Health savings account tax benefits can be significant. These accounts make it possible for people to accrue money to fund medical expenses without paying income taxes on the money first. This means a taxpayer's adjusted gross income may be reduced, which may translate into a lower adjusted gross income overall. The lowered income may mean a taxpayer has to pay less for income taxes. This type of account may also help a taxpayer meet eligibility requirements for a range of tax deductions and credits. Additionally, taxpayers can usually withdraw the money they’ve saved for medical needs tax free.
When considering health savings account tax advantages, the reduction of taxable income may be the first thing that comes to mind. When a person has a health savings account, he can deposit money into it — up to a certain limit — for each tax year. He can then use this money to pay for health expenses as needed. Regardless of whether he uses the money in the account or not, depositing the money lowers his taxable income; this may result in less tax liability for the taxpayer. In most cases, the taxpayer can reduce his taxable income by the entire amount, up to the maximum, that he deposits each year.
Depending on the taxpayer's income level, there may be many tax breaks among the health savings account tax advantages. When a person places enough money in a health savings account to significantly reduce his adjusted gross income, he may qualify for tax deductions and credits that were previously unavailable. For example, he may qualify for an earned income credit or a child tax credit because of the reduction in income. A person who would have qualified for a tax break without the health savings account may simply qualify for more of a tax break with it.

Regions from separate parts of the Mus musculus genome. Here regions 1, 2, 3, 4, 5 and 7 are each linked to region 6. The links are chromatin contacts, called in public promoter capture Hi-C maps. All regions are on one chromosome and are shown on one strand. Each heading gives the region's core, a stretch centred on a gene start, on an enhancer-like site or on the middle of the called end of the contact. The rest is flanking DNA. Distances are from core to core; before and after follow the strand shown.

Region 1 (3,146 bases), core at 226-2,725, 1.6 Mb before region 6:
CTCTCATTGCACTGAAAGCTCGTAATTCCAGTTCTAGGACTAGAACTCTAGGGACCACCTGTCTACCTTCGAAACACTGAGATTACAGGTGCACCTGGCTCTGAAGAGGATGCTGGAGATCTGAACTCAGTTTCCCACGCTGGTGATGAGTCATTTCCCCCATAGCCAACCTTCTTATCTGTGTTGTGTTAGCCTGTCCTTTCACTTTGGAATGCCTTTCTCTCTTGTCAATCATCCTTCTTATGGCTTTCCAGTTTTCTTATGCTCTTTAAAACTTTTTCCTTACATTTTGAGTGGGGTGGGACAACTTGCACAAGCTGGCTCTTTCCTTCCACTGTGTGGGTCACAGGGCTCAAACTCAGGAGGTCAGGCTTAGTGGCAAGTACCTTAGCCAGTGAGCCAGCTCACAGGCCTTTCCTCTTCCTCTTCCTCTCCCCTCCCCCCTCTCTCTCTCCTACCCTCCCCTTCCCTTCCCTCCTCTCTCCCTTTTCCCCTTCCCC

Another health savings account tax benefit involves the use of the money deposited into the account. With this type of account, the money isn’t only tax free while it is held in the account. It remains tax free even when the account holder withdraws and uses it. The taxpayer does have to use it for eligible medical expenses, however, such as medical, dental, vision, and certain types of alternative medical care. The money in this account can even be used to pay for long-term care or household medical supplies. If a person withdraws the money and uses it for non-medical expenses, however, he can expect to owe taxes on it.